January 18, 2022 / by 

 

Steve Bannon, Roger Stone, and the Ongoing Investigation into Cambridge Analytica

Steve Bannon responded to what may have been Alexander Nix’s pitch to reach out to Julian Assange to help find Hillary Clinton’s missing emails in June 2016 by responding, “Love it.”

DOJ has hidden that email in a series of FOIA releases to BuzzFeed under a b7A redaction, claiming an ongoing investigation prevents its release.

DOJ also continues to hide Roger Stone’s possible involvement in all this.

We can unpack what that email means by piecing together the multiple releases of Steve Bannon’s interviews and backup material liberated by BuzzFeed, which I’ve laid out in this post.

Bannon was first asked about this email — which DOJ released with b7B redactions related to the pending Roger Stone trial — in his February 14, 2018 interview, at which Bannon made a lot of claims that violently conflict with the now public record. Bannon claimed not to remember the email and also claimed not to know whether the person who sent the email ever did reach out to this person. The redactions show that the person in question had a 3-character name, meaning Nix is almost certainly the person at Cambridge Analytica who sent it. And the date of the email, June 12, is the same day that Assange said he had Hillary’s emails, the Assange comments in response to which Nix has said he did reach out.

DOJ released another copy of the same email when it released more of the backup to Bannon’s interviews earlier this month. DOJ redacted the previously released passages under privacy exemptions, and redacted the previously unredacted date under an ongoing b7A exemption. So it’s useless to help determine the full content of the email.

But it makes it possible to connect the email to Bannon’s second explanation of it in his October 28, 2018 interview. Bannon’s attempts to claim that “Love it” means “I don’t love it” were no more convincing in his October 2018 interview than they were in his February 2018 interview. Though by the end of his answer, Bannon admitted that, as someone who ran a media company and not yet a campaign, “there wasn’t any reason why doing it would be wrong.”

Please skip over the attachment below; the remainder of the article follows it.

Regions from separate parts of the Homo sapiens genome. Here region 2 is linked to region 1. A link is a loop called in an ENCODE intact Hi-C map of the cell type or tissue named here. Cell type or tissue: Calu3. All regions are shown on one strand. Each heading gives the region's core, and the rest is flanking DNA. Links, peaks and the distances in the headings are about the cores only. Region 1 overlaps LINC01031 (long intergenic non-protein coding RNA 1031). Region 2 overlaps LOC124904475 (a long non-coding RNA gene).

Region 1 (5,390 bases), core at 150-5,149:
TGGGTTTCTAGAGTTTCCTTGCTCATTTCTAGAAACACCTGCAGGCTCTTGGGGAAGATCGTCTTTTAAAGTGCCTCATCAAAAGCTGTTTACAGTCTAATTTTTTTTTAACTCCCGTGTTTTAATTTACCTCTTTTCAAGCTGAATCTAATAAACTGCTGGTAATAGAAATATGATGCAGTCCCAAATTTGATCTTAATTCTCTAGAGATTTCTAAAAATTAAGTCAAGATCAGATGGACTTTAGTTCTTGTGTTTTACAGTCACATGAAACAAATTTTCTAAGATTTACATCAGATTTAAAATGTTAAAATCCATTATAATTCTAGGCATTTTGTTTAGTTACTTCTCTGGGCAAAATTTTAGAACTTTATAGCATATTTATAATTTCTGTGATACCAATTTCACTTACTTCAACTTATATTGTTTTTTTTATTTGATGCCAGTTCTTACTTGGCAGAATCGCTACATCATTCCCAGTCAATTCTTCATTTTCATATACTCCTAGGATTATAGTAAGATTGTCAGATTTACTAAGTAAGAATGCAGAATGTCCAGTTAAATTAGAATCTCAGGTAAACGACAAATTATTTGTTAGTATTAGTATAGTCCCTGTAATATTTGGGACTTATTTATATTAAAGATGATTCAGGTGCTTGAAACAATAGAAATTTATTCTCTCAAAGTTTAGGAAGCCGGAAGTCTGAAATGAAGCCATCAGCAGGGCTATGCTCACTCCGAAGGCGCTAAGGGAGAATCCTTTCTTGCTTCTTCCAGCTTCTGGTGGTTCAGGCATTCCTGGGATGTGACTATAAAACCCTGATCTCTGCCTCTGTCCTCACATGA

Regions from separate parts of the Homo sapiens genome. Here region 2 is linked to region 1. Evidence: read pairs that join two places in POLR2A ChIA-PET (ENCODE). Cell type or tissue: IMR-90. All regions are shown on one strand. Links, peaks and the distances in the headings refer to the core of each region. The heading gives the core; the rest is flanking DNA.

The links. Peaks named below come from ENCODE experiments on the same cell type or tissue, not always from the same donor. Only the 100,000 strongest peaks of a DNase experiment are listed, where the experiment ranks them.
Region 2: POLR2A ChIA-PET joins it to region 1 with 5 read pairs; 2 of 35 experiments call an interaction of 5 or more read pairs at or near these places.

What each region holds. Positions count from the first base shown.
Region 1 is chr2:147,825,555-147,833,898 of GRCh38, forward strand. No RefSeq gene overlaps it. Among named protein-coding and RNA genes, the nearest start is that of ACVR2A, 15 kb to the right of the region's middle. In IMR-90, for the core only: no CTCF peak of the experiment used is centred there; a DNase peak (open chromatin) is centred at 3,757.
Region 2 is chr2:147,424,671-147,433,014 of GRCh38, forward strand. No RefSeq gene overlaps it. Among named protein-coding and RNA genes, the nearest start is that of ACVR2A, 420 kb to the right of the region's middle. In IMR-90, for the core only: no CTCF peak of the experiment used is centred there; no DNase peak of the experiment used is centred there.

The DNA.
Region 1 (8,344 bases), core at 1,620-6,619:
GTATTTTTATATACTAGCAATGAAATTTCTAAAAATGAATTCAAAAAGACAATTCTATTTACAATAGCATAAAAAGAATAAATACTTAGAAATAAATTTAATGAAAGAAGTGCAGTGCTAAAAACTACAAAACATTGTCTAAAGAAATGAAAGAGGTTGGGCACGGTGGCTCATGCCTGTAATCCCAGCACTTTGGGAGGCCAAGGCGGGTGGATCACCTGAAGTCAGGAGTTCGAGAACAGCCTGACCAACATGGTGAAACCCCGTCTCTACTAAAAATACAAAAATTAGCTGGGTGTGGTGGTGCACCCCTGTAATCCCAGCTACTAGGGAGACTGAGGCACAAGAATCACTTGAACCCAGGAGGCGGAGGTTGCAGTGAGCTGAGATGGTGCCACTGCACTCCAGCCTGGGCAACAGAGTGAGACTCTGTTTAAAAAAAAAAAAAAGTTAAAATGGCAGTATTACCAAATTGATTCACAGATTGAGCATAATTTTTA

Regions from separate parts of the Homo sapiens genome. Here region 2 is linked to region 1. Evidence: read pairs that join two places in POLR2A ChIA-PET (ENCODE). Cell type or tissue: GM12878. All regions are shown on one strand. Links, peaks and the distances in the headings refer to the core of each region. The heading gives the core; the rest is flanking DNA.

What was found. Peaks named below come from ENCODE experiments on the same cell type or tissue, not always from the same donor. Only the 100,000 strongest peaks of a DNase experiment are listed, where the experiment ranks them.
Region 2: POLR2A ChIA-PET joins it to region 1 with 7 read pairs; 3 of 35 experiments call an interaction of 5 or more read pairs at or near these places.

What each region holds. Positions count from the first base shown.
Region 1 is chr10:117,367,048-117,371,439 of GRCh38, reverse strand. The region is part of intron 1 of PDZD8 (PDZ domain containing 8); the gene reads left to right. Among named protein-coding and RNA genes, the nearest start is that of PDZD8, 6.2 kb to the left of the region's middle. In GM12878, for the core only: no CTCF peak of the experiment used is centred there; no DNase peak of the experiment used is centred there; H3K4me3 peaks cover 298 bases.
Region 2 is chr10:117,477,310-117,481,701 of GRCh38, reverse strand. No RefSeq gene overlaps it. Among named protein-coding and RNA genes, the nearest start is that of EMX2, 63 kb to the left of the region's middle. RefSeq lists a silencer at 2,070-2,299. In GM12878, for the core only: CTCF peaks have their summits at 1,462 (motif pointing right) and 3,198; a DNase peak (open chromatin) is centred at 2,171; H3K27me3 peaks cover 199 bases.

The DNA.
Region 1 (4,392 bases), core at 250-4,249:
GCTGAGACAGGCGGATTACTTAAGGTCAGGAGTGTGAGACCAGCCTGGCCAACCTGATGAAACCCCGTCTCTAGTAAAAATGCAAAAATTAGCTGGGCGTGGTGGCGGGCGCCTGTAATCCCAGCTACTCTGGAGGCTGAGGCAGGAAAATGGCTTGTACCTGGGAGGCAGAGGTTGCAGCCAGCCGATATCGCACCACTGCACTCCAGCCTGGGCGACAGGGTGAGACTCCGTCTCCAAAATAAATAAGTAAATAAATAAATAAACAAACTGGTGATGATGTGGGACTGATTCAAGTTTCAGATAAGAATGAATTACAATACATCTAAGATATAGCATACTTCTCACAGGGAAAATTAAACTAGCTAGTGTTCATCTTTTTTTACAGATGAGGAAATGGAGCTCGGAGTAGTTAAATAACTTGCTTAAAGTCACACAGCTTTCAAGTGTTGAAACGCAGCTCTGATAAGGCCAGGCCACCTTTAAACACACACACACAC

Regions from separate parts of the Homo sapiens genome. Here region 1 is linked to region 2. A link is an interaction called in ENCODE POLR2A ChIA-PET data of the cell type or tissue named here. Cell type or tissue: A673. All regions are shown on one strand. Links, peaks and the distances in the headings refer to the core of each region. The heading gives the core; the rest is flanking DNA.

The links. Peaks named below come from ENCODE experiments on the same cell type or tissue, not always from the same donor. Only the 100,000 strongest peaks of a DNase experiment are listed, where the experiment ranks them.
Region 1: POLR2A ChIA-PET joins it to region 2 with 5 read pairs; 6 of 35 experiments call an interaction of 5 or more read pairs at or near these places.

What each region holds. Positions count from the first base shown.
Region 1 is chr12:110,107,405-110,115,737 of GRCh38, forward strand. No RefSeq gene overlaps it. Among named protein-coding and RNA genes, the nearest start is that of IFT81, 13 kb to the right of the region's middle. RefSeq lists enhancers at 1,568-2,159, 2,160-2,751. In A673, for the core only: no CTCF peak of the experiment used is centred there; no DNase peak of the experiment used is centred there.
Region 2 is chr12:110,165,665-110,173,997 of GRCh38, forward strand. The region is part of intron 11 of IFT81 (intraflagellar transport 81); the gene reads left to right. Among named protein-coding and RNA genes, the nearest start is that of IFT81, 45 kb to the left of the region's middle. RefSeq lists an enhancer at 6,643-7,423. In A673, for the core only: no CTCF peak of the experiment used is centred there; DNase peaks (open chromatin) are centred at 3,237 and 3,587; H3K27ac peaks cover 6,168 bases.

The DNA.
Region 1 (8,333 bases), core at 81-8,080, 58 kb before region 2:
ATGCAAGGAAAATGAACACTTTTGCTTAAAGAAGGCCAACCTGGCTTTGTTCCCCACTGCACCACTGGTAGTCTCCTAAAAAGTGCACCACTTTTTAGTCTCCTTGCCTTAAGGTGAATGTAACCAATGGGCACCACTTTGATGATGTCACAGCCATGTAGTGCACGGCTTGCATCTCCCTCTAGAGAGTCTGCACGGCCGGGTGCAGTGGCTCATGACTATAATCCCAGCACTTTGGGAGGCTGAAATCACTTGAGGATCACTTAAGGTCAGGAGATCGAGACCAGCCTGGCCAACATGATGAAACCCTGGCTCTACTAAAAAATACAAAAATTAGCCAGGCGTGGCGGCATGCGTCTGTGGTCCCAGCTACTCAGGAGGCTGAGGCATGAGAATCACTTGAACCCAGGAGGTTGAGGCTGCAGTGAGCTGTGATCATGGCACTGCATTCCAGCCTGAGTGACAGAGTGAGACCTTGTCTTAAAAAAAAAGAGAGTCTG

In this second explanation of the email, Bannon makes it quite clear that this was part of his effort to find Hillary’s missing 33,000 emails — the same purpose which Alexander Nix has admitted his outreach to Assange served. It appears that this email is a different one than the one that has been reported in the past, where Nix told Rebekah Mercer and someone else who was not (as Bannon was not yet) on the campaign that he had reached out to Assange.

If that’s right, then it’s unclear why the Congressional committees didn’t get this email, or indeed, why SSCI had to rely on the Daily Beast report of the outreach that purportedly sourced to Congressional investigators.

In that second interview, Bannon also described the coverage in 2017, which again strongly suggests this is Nix reaching out to Assange.

But that may not be the most important part of this email.

The passages from Bannon’s February 2018 interview that got reprocessed after Stone’s trial show that the second question after the one about this June 12 email prompted Bannon to explain how he met Stone. There’s even a question about whether Bannon introduced someone — again, a three letter name — to Stone. Stone and this person didn’t have a relationship, Bannon said, but the person was “trying to get business from Stone.” Bannon said he may have introduced the two.

Then there are a series of questions about other emails, several of which were withheld, probably under b7A redactions. Those include:

Bannon’s explanation for the second May 4 email is that it relates to Stone’s May 7 email (described as “Document #17).

All this seems to suggest that, even before Nix reached out to Julian Assange, he or someone else at CA and Stone were in discussions about a very sizable data project.

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Originally Posted @ https://www.emptywheel.net/tag/alexander-nix/